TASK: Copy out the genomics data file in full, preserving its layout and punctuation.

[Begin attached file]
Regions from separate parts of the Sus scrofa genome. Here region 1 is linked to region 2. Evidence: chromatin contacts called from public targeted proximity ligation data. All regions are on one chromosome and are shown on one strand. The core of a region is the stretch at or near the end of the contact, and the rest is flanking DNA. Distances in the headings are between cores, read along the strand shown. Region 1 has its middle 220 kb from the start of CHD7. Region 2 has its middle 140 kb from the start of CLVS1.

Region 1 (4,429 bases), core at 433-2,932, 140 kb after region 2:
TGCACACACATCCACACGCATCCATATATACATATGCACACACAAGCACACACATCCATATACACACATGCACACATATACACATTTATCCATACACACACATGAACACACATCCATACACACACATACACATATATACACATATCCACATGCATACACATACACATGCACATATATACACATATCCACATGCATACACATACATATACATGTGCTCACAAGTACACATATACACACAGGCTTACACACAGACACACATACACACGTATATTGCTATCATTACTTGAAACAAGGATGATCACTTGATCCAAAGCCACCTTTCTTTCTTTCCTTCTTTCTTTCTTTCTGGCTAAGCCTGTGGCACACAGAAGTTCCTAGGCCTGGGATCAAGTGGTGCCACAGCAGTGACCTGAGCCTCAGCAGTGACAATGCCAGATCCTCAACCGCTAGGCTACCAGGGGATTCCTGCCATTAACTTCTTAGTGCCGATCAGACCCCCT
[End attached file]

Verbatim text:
Regions from separate parts of the Sus scrofa genome. Here region 1 is linked to region 2. Evidence: chromatin contacts called from public targeted proximity ligation data. All regions are on one chromosome and are shown on one strand. The core of a region is the stretch at or near the end of the contact, and the rest is flanking DNA. Distances in the headings are between cores, read along the strand shown. Region 1 has its middle 220 kb from the start of CHD7. Region 2 has its middle 140 kb from the start of CLVS1.

Region 1 (4,429 bases), core at 433-2,932, 140 kb after region 2:
TGCACACACATCCACACGCATCCATATATACATATGCACACACAAGCACACACATCCATATACACACATGCACACATATACACATTTATCCATACACACACATGAACACACATCCATACACACACATACACATATATACACATATCCACATGCATACACATACACATGCACATATATACACATATCCACATGCATACACATACATATACATGTGCTCACAAGTACACATATACACACAGGCTTACACACAGACACACATACACACGTATATTGCTATCATTACTTGAAACAAGGATGATCACTTGATCCAAAGCCACCTTTCTTTCTTTCCTTCTTTCTTTCTTTCTGGCTAAGCCTGTGGCACACAGAAGTTCCTAGGCCTGGGATCAAGTGGTGCCACAGCAGTGACCTGAGCCTCAGCAGTGACAATGCCAGATCCTCAACCGCTAGGCTACCAGGGGATTCCTGCCATTAACTTCTTAGTGCCGATCAGACCCCCT